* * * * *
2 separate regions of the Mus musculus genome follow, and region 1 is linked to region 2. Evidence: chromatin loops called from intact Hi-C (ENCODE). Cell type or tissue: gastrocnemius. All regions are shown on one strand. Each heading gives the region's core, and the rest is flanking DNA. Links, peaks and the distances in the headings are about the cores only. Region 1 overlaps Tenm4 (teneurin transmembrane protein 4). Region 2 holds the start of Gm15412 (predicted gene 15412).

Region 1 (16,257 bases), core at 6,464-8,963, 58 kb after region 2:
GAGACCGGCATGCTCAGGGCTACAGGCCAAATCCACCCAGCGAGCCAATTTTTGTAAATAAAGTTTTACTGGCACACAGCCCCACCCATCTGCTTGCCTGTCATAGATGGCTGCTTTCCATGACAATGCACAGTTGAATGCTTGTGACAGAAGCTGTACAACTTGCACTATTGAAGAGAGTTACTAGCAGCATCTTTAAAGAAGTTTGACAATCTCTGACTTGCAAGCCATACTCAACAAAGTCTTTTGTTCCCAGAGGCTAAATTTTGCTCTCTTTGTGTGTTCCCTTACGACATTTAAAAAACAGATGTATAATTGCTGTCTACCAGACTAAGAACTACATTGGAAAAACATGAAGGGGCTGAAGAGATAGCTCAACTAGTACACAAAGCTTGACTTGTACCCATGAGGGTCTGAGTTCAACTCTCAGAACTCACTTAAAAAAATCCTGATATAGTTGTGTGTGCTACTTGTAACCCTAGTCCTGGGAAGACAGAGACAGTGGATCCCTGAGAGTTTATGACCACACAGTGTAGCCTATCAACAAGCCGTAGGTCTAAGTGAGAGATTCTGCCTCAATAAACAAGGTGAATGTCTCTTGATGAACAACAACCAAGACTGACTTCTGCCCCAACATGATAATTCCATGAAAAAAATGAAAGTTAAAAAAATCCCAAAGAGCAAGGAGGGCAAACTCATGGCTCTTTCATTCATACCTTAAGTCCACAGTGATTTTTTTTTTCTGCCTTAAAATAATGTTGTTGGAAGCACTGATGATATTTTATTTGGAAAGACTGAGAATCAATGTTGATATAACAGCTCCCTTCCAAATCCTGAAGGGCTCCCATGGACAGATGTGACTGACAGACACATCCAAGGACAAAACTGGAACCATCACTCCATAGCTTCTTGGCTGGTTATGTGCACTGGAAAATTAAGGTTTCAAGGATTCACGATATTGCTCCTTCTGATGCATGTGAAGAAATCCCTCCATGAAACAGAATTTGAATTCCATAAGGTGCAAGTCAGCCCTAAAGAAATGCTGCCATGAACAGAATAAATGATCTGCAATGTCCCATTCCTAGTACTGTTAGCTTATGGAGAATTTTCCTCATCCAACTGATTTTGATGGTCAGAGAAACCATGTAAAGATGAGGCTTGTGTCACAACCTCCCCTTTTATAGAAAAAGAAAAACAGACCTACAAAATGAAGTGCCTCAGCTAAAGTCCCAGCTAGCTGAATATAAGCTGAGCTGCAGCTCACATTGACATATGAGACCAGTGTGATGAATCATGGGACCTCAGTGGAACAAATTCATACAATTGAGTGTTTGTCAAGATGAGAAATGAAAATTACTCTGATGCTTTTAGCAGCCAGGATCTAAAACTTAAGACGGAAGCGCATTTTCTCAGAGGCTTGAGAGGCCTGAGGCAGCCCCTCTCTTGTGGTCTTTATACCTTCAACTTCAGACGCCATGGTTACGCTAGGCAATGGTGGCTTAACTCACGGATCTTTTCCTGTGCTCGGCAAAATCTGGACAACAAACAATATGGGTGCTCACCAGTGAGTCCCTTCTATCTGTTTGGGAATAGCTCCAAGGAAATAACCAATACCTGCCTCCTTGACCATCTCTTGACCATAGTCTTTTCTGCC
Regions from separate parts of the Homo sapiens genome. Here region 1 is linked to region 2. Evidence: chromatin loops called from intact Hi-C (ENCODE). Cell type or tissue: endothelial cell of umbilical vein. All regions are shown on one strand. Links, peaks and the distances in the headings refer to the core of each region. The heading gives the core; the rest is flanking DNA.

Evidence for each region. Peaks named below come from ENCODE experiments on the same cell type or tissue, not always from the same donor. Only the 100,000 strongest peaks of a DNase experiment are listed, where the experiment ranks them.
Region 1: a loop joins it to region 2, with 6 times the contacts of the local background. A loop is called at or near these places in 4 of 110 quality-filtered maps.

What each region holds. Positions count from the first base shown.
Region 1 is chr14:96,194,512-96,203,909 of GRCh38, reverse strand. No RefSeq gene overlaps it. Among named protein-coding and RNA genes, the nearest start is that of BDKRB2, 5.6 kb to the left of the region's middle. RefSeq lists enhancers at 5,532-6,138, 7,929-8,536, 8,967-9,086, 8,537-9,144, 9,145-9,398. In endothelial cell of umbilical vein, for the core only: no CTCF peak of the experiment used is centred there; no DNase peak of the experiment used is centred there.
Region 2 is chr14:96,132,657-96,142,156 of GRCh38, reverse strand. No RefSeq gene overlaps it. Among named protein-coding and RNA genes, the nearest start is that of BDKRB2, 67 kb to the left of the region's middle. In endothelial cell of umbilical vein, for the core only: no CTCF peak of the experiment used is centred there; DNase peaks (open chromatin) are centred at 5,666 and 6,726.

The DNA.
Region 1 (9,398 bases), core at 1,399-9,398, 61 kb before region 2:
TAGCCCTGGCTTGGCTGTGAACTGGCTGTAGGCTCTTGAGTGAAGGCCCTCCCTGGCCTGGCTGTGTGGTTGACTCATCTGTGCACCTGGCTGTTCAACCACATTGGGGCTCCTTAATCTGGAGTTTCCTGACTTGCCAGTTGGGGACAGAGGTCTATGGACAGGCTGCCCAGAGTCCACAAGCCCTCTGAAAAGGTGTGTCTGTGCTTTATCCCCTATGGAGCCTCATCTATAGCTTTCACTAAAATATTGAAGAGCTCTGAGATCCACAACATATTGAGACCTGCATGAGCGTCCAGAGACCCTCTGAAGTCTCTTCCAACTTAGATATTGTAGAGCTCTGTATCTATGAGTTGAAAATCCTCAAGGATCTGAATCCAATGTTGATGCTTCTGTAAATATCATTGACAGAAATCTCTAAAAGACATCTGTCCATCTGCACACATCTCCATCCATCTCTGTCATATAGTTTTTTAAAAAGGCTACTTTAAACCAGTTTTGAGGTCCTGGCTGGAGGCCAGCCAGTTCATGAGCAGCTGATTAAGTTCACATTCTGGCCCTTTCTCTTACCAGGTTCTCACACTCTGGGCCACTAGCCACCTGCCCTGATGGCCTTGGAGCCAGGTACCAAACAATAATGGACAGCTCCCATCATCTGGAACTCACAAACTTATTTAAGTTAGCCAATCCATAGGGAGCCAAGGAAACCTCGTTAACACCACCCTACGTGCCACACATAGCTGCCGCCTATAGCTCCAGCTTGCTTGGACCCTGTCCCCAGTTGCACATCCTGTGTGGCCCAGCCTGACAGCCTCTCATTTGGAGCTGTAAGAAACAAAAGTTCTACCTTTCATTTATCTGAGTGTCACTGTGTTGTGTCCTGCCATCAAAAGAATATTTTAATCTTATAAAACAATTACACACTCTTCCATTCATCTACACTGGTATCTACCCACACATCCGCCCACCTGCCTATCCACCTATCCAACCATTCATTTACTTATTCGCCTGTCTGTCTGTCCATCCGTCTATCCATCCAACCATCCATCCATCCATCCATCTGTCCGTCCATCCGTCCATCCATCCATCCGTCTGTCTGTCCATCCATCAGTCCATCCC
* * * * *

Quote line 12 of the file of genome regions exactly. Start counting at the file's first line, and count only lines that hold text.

TAGCCCTGGCTTGGCTGTGAACTGGCTGTAGGCTCTTGAGTGAAGGCCCTCCCTGGCCTGGCTGTGTGGTTGACTCATCTGTGCACCTGGCTGTTCAACCACATTGGGGCTCCTTAATCTGGAGTTTCCTGACTTGCCAGTTGGGGACAGAGGTCTATGGACAGGCTGCCCAGAGTCCACAAGCCCTCTGAAAAGGTGTGTCTGTGCTTTATCCCCTATGGAGCCTCATCTATAGCTTTCACTAAAATATTGAAGAGCTCTGAGATCCACAACATATTGAGACCTGCATGAGCGTCCAGAGACCCTCTGAAGTCTCTTCCAACTTAGATATTGTAGAGCTCTGTATCTATGAGTTGAAAATCCTCAAGGATCTGAATCCAATGTTGATGCTTCTGTAAATATCATTGACAGAAATCTCTAAAAGACATCTGTCCATCTGCACACATCTCCATCCATCTCTGTCATATAGTTTTTTAAAAAGGCTACTTTAAACCAGTTTTGAGGTCCTGGCTGGAGGCCAGCCAGTTCATGAGCAGCTGATTAAGTTCACATTCTGGCCCTTTCTCTTACCAGGTTCTCACACTCTGGGCCACTAGCCACCTGCCCTGATGGCCTTGGAGCCAGGTACCAAACAATAATGGACAGCTCCCATCATCTGGAACTCACAAACTTATTTAAGTTAGCCAATCCATAGGGAGCCAAGGAAACCTCGTTAACACCACCCTACGTGCCACACATAGCTGCCGCCTATAGCTCCAGCTTGCTTGGACCCTGTCCCCAGTTGCACATCCTGTGTGGCCCAGCCTGACAGCCTCTCATTTGGAGCTGTAAGAAACAAAAGTTCTACCTTTCATTTATCTGAGTGTCACTGTGTTGTGTCCTGCCATCAAAAGAATATTTTAATCTTATAAAACAATTACACACTCTTCCATTCATCTACACTGGTATCTACCCACACATCCGCCCACCTGCCTATCCACCTATCCAACCATTCATTTACTTATTCGCCTGTCTGTCTGTCCATCCGTCTATCCATCCAACCATCCATCCATCCATCCATCTGTCCGTCCATCCGTCCATCCATCCATCCGTCTGTCTGTCCATCCATCAGTCCATCCC